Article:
We’re All Onesimus-Prison Epistles paper

We’re All Onesimus-Prison Epistles paper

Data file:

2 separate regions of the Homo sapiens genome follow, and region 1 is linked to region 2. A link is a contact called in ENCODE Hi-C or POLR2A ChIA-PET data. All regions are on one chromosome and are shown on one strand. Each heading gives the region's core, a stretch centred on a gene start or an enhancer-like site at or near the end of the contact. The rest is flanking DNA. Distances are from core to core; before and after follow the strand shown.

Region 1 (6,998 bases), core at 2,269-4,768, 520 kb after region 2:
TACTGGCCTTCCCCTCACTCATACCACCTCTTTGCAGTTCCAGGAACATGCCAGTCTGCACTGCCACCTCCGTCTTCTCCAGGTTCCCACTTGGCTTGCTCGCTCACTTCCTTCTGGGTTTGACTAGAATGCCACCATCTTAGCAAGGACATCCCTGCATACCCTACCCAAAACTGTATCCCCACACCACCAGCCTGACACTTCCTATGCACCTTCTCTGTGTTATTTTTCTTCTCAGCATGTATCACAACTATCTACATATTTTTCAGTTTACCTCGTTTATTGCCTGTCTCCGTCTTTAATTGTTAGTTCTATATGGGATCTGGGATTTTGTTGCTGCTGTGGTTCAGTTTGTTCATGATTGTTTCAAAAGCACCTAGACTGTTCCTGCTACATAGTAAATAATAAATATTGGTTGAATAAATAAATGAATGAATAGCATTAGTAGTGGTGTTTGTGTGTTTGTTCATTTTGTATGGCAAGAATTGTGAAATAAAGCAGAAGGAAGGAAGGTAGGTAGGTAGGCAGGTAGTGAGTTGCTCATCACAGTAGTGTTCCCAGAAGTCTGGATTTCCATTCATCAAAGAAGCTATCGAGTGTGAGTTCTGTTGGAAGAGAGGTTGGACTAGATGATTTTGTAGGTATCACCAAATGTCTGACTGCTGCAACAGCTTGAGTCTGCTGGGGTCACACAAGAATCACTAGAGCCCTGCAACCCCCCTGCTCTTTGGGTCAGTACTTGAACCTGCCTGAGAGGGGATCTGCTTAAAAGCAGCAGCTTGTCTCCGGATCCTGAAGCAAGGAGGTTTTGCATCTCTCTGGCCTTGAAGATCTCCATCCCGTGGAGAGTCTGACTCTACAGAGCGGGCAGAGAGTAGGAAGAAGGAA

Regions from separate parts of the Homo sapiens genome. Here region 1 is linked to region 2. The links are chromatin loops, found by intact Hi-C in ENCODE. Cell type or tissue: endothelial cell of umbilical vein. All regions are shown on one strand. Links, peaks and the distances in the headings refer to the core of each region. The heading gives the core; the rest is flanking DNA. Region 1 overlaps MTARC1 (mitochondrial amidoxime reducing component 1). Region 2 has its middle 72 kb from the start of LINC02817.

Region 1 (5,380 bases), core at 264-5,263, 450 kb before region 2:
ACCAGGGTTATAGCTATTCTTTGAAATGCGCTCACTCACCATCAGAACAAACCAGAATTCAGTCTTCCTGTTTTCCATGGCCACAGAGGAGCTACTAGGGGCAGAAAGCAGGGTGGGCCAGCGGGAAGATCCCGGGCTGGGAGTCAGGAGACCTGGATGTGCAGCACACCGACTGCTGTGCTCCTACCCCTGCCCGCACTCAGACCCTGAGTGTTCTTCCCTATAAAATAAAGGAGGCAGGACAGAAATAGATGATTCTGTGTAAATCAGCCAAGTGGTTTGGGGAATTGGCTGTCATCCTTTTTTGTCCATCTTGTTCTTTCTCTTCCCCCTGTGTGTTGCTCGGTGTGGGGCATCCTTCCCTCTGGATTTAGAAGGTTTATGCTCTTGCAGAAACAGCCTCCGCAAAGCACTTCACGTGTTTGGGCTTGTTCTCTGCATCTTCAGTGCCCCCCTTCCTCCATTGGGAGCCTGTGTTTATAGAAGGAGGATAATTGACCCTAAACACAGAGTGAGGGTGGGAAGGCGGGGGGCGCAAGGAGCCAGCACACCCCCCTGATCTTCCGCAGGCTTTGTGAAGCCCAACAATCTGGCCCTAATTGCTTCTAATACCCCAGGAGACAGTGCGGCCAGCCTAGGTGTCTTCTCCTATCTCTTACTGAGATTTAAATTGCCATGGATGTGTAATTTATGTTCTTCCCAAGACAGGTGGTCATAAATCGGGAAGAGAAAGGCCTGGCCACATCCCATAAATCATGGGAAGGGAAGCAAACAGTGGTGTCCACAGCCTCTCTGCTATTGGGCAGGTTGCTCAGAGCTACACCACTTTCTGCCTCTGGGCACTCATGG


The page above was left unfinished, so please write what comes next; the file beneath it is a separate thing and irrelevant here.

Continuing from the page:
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  Andrew Pierson  NWT-363: Prison Epistles Reconciled in Christ Dr. Ron Hall We’ re All Onesimus Topic: The Letter of Philemon My intent is to write this paper as a comprehensive overview of Paul’s letter of Philemon  addressing specific nuances I will elaborate on a little in my  Reasons for Interest  . In preparation for this paper I read and researched in excess of 70 pages of resource material as list in the  bibliography. Reasons: Interest in Topic Since Philemon is one of the shortest of the letters of Paul it is often overlooked and I would like to remedy that. (No. 1) It is clear Paul writes of relationships “ in Christ ”  in this letter. As Christians we exist in triangular relationships or triads that consist of others, ourselves and Christ. In other words: Being in Christ is foundational principle to our relationship to others as Christians. Nowhere is this more evident than in Philemon. Additionally, having come to a deeper understanding of Philemon through the course work it is hard not to see features such as (No. 2) paradoxes in the letter or fail to notice some of (No. 3) wordplay in the Paul’s Greek syntax. As such I would like to examine and investigate these and a few other nuances a little more closely. No. 1: Reconciled to Christ Three things stand out with remarkable clarity about Philemon: Its succinctness, its  pathos (Rupprecht 454) and its dominant theme of reconciliation in or through Christ. If a person is truly “in Christ” as Paul often writes of   their relationship with other believers and even non- believers is marked by love and compassion. Although there are no (major) theological treatise and nothing significantly new in its writing (Evans 689) it is an excellent exposition on what it is to be reconciled to other believers in Christ. It is about a slave named Onesimus who has run  Andrew Pierson  NWT-363: Prison Epistles Reconciled in Christ Dr. Ron Hall away from his master Philemon of Laodicea (Rupprecht 454) and is now in serious trouble with him (Evans 689). Runaway slaves could be put to death at the time of this writing. Onesimus is currently with and has been converted to Christianity by Paul. Paul now writes a pleading letter  back to Philemon to urge him to reconcile himself to Onesimus as a fellow Christian and a  brother instead of the former relationship of master and slave (Evans 698, Ridderbos 318, Wiersbe 271). Paul does not aid in Ones imus’ escape but instead is sending him back to his master with a letter of recommendation to receive Onesimus. Not only receive Onesimus back  but to do so as an equal. The fact that there was slavery at this time is not surprising. If Philemon was to accept Onesimus back and not punish him that would’ve at least been uncommon but for Philemon to do but accept him back as a brother “in Christ” would've been unheard of   (Evans 698, Ridderbos 318, Wiersbe 271). Paul at a minimum is asking that Onesimus be reconciled to the household without severe punishment (Rupprecht 454, 462). We do not know for sure how this turned out but it is believed that it may have had a positive outcome since we have as evidence Paul’s  letter to Philemon as part of the canon. We (I) need to assume things turned out in a positive manner and these men, these brothers were reconciled to one another. No. 2: Paradoxes The irony or paradox of Paul writing this letter from prison is that he is writing it on  behalf of a runaway slave. Two men that are/were being held against their will for what appear to  be sinful reasoning by their holders: Slavery and preaching the Gospel. By legalities, Onesimus should still be a slave but in reality he is currently free - illegally of course. Paul on the other hand has unjustly been made a slave to a prison (Evans 693, 694, Wiersbe 270) for preaching the Gospel as is noted in verses 1, 9 & 23. Because of the Gospel, Paul has become a slave to Christ and in so doing has also had his freedoms restricted under house arrest. Had Paul actually not  Andrew Pierson  NWT-363: Prison Epistles Reconciled in Christ Dr. Ron Hall  been in prison he could’ve rightfully taken custody of Onesimus and accompanied him back to Philemon in Colossae, under the circumstances he had to settle for writing a letter the eventually  be read by generations of people. Perhaps we should thank God Paul was in prison, had he not  been this letter probably would never have been written (Rupprecht 460). Philemon being the master and free is being asked to restrict his worldly legal rights by allowing Onesimus more freedom of movement as a fellow worker (Evans 693) and a fellow Christian or brother in Christ (Keener 646, Ridderbos 318). Paul is effectively asking Philemon and Onesimus to become servants/slaves of Christ. Paul who is in chains literally is freed by the thought of ultimate freedom from death the promise of the Gospel and Resurrection…the ve ry thing that he proclaims that has imprisoned him (Evans 693, 694, Wiersbe 270). By Philemon losing his slave he gained a brother. By Philemon’s temporary loss of Onesimus as a slave, Paul also momentarily gains fellowship and a brother while he is with Paul, hence Paul’s statement in (v.11), “Formerly he was useless to you, but now he has become useful both to you and to me” (Evans 695). Philemon lost what was commonplace property but gained something much more of value in return …a new member into the family (Kingdom) (Hendriksen 220). What was lost  physically for the moment was regained ten-fold spiritually for eternity. At the time Onesimus ran away, spiritually he as worth little until he reaches Paul. When he returned he was priceless. Philemon’s loss is a gain for all Christians since Onesimus’ s tory now helps all Christians and has done so for the last 2000 years. Ironically, this is the same as when we lose our old lives of sin in exchange for the much more valuable gift from Jesus Christ-eternal life. To lose the world is to gain God, to gain the world is to lose God. Undergirding this all is the work and sovereignty of God. The real truth is neither Paul, or Onesimus was truly guilty of a crime of immorality or moral violation and are in bonds because of dubious reasons/reasoning. Paul was preaching the  Andrew Pierson  NWT-363: Prison Epistles Reconciled in Christ Dr. Ron Hall word of the Lord and Onesimus was a slave against his will. They are paradoxes that our day and age have a hard time getting their heads around. The more I see paradoxes like these in the Bible, the more it amazes and astounds me. Loss is gain and gain is loss in God’s equations.   No. 3: The Greek and Wordplay The first thing that stands out in the Greek perhaps more so than the English are the words revolving around slavery, imprisonment or the general idea of on being restrained, whether it be to a man or God. It is obvious Paul is being very deliberate in his use of words (as he always does) to maintain a consistency of thought and to bludgeon home a point to his reader. The following verses contain these concepts in some form. Verse 1: (a) desmios  / δέζμιος     Χριστοῦ    Ἰησοῦ    / Prisoner of Christ Jesus ;   (b)  sonergo / ζσνεργῷ   ἡμῶν  / fellow-worker of us (Aland et al 560, Rienecker et al 658) or a wordplay on the idea of being a servant or slave in Christ and also a brother.   Verse 6:   koinonia/  κοινωνία   τῆς πίστεώς   /fellowship of the faith. Paul is speaking here of a fellowship or a mutually beneficial social intercourse. This is something that will not be possible if Onesimus is to remain in bonds and subjugated. This we will see surface again five verses later in the verse 11 wordplay of useless. A former state in which Onesimus was only a slave but not a brother in contrast to his current state of being useful to both Paul and Philemon in his capacity to provide fellowship or koinonia (Evans 695, Keener 646, Ridderbos 318). Verse 7: We see two intersecting terms in this verse (a)  paraklesin/  παράκλζιν    para meaning alongside and klesis(in)  meaning to call or literally to call alongside. The obvious connection here is the comparison to the Holy Spirit’s other title as the  Paraklete  one of the cognates of  parakleto . We see a manifestation or fruit of the Spirit here in the form of consolation or comfort in the fellowship between these men mentioned in an indirect manner by Paul. As they are all Christian and dwelling in Christ it  Andrew Pierson  NWT-363: Prison Epistles Reconciled in Christ Dr. Ron Hall would not be surprising to see comfort and a refreshing internal feeling of (b) anapepautai/  ἀναπέπασηαι   (Aland et al 561, Rienecker et al 659) because of their fellowship in Christ they are comforted by the Spirit and their stomachs are not “tied in knots” , instead   they are relaxed and at peace  because of Philemon’s love . This is an obvious appeal to the pathos of Paul’s reader(s) : Philemon and   us. Verse 9:   Again we see   desmios/δέζμιος  : a prisoner  …or   idea of being detained by authority. Verse 10:   desmois / δεζμοῖς  :  bonds… the idea of a restraint on someone. Verse 12 : splagchna/ ζπλάγτνα   or bowels (Aland et al 561, Rienecker et al 660)  being the seat of emotion in the Hellenized world Paul is essentially saying that he is sending Onesimus as if he would be sending his own heart (Evans 697). Paul is emphatically trying to convey how important it would be for Philemon to take Onesimus back as a brother for the sake of Paul himself (Wiersbe 271). Verse 13 : (a) diakone / διακονῇ  - “ you be serving ” - the idea of serving something greater than oneself or acting as a servant. (b) Here we now see Paul say something unique and profound contrasting Philemon’s s tatus as a free man and slaveholder, Onesimus’ as a runaway slave and Paul as a prisoner or a person in bonds: En tois desmois tou euaggelion / ἐν ηοῖς δεζμοῖς ηοῦ   εὐαγγελίοσ - “ in the bonds or restraint of/for the Gospel  ”.  This one floored me. The one who is detained unjustly  in prison (Paul) for preaching the Gospel, which is a righteous thing to do, is saying this at the very core of this letter to Philemon. He is asking Philemon to please release a slave or detainee for being held unjustly …and Paul does it in a way that is morally reasonable. That is profound. He cares more about Onesimus’ freedom and well-being than his own.   Verse 16 : (2x) doulon/  δοῦλον    –  slave. Verse 17 : Again we see the idea of fellowship or unity in Christ with koinonon   /κοινωνόν. We also see another plea to Philemon about the value of Onesimus being equal to that of Paul with the statement that Philemon needs to accept him back as he would accept Paul or    Auton os eme   /αὐηὸν ὡς ἐμέ  - or literally, him as